•  ()
  •  ()
  • Print this Story
  • Email this Story

Holocaust Educational Foundation to Join Northwestern

University will continue the Foundation’s efforts to support Holocaust research, outreach

January 17, 2011 | by Alan K. Cubbage
Members of the Holocaust Educational Foundation and Northwestern University leaders met recently to mark the move of the Foundation into Northwestern. Pictured, from left to right, are: John Mills, Business’60, board member of the Holocaust Educational Foundation; Northwestern President Morton Schapiro; Alice Weiss; Theodore Zev Weiss, president of Foundation; Danny Weiss, Kellogg ’01; Deborah Weiss Aizenberg, Medill ’91; Provost Dan Linzer; Nancy Mills Barnett, Graduate Education ’86, board member. Holocaust Educational Foundation board members not pictured: Earl Abramson, chairman of the board; Judd Malkin, Barry Malkin, Sabra Minkus and Howard Stone. Photo by Jim Ziv

EVANSTON, Ill. --- The Holocaust Educational Foundation, a private nonprofit organization established by Theodore Zev Weiss and friends, will become part of Northwestern University in order to continue the Foundation’s mission of preserving and promoting awareness of the Holocaust.

Northwestern will continue the Foundation’s efforts to support academic research and educational outreach on the Holocaust. The University and the Holocaust Educational Foundation have been partners for many years in sponsoring the Lessons and Legacies Conference. These interdisciplinary conferences, which attract more than 200 scholars from around the world, focus on different perspectives of Holocaust Studies. Northwestern University Press then publishes the proceedings of each conference.

In addition, Northwestern hosts an annual Summer Institute on the Holocaust and Jewish civilization that is sponsored by the Holocaust Educational Foundation. The institute is an intensive course of study designed to broaden and deepen the background of educators who either already teach or plan to teach about the Holocaust. More than 500 professors and graduate students have graduated from the Institute and are teaching courses on the Holocaust all over the world.

“We very much appreciate the support that Northwestern has received over the years from Theodore Zev Weiss, the Foundation’s president, and the Foundation,” said Northwestern University President Morton Schapiro. “Through his leadership, the Foundation has had a national impact on the fields of Holocaust Studies and Holocaust education. Now, by bringing the operations of the Foundation into Northwestern, the Foundation will ensure that coming generations will never forget the tragic lessons of the Holocaust.”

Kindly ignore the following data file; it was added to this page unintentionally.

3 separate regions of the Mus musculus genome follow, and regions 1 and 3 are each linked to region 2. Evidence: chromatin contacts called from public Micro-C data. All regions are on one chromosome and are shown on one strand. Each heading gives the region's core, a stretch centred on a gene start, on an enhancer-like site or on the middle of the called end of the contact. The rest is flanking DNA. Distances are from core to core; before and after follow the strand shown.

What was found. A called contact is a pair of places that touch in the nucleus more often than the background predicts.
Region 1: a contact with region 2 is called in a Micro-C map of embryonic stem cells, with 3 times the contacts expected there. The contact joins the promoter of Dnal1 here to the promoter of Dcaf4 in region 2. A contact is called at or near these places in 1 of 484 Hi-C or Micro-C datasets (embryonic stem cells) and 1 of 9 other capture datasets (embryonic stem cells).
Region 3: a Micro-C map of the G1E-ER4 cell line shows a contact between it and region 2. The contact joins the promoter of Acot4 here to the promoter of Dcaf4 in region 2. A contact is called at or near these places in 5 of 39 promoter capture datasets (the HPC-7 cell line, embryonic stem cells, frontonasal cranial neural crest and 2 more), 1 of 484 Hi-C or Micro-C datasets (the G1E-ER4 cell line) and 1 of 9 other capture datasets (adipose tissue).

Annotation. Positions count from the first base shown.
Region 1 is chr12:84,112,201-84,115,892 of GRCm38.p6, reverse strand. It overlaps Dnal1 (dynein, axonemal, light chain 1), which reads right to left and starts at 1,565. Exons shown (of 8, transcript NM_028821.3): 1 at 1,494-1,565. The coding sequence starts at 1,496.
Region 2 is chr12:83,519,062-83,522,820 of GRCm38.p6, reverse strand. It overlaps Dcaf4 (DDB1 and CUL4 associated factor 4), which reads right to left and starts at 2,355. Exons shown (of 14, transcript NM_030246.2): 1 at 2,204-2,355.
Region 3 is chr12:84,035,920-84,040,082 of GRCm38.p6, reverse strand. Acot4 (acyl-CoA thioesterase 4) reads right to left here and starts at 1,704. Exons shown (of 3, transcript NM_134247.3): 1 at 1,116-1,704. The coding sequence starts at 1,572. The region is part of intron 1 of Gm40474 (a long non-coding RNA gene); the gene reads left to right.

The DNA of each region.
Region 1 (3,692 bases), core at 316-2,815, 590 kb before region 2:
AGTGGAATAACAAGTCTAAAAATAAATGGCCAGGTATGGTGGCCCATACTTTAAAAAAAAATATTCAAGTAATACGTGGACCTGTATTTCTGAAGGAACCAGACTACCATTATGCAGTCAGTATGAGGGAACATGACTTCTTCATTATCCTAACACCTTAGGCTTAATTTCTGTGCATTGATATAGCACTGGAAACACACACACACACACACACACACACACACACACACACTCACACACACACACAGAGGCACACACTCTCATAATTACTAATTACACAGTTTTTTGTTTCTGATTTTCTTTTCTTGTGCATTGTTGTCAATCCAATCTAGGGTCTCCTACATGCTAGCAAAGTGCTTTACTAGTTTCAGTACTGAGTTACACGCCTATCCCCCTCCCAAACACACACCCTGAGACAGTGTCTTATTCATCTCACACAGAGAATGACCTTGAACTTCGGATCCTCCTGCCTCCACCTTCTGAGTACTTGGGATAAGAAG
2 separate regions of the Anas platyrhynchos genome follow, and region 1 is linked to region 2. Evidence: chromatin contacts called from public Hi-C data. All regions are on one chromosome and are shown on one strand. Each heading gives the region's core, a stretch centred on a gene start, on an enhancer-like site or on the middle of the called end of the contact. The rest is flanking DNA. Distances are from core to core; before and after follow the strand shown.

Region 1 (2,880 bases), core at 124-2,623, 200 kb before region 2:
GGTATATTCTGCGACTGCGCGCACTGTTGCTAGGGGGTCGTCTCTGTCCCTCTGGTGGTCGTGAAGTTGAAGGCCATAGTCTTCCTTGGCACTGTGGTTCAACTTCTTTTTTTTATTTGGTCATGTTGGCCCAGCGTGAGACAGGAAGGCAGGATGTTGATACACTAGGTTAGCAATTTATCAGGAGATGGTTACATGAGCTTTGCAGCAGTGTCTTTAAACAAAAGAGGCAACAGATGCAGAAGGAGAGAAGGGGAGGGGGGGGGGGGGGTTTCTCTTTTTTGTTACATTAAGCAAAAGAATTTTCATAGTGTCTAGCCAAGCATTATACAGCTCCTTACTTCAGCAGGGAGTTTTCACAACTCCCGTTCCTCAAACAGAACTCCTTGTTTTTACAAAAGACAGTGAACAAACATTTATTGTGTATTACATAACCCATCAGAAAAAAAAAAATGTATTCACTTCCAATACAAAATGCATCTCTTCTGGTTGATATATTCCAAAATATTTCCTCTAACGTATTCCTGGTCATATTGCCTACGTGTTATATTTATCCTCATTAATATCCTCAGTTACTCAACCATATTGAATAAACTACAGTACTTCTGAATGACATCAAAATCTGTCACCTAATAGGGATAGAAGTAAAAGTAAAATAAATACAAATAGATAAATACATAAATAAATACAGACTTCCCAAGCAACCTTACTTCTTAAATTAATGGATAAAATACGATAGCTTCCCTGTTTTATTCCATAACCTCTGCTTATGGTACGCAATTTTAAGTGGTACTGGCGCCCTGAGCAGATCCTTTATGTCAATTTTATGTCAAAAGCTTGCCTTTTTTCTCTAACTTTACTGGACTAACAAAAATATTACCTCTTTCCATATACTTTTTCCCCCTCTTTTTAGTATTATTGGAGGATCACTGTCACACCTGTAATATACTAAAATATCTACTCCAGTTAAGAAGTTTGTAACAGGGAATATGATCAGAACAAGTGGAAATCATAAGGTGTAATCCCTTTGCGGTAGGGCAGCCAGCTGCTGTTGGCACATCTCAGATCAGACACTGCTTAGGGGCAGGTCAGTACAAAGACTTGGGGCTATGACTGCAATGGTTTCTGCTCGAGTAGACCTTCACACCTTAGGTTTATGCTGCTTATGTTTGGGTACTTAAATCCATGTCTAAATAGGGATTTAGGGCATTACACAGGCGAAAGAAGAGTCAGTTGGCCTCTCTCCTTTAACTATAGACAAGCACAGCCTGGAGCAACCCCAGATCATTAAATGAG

The Holocaust Educational Foundation recently gave $1 million to Northwestern and will donate an additional $5 million to endow the program permanently.

“Memory is the most important thing we possess as humans, memory of both good and evil. By passing the torch to Northwestern, this ensures that the Foundation’s work will be secure in perpetuity,” said Weiss at a recent meeting on the Northwestern campus. “Northwestern University and the Holocaust Educational Foundation are already close through our previous work together, and it’s therefore fitting that we will stay close and continue to work together.”

Weiss is the long-time president of the Skokie-based Foundation, and is himself a Holocaust survivor. Weiss was deported to Auschwitz with his parents, a brother and a sister. Upon arrival they were separated and he never saw them again. He was in Birkenau, an extermination camp, and also worked as a slave laborer before finally being liberated in Austria by the American army.  He came to the United States in 1956 and was a teacher and principal for 35 years in addition to being president of the Holocaust Educational Foundation.

In 2000, funded by a gift from the Holocaust Educational Foundation, Northwestern University established the Theodore Zev Weiss – Holocaust Educational Foundation endowed professorship in Holocaust Studies. The chair is held by Peter F. Hayes, who holds appointments in the departments of history and German at Northwestern, and who has earned an international reputation for his scholarship on Nazi Germany and the Holocaust.

The Holocaust Educational Foundation was established in 1976 to record permanently the testimony of survivors of the Holocaust.  In 1988, the Foundation provided funding to help establish a course at Northwestern, The History of the Holocaust. The course is offered annually at Northwestern and now enrolls approximately 150 students a year. Similar courses have been established at more than 400 other colleges and universities with the assistance of the Foundation.

“The Holocaust Educational Foundation has had a tremendous impact throughout the country and throughout the world, and we want it to continue to thrive,” said Daniel Linzer, Northwestern’s provost. “We’re delighted that we’re able to move the Foundation and its important programs to the next stage, and we expect that this will be an entity that thrives at Northwestern.”

Topics: University News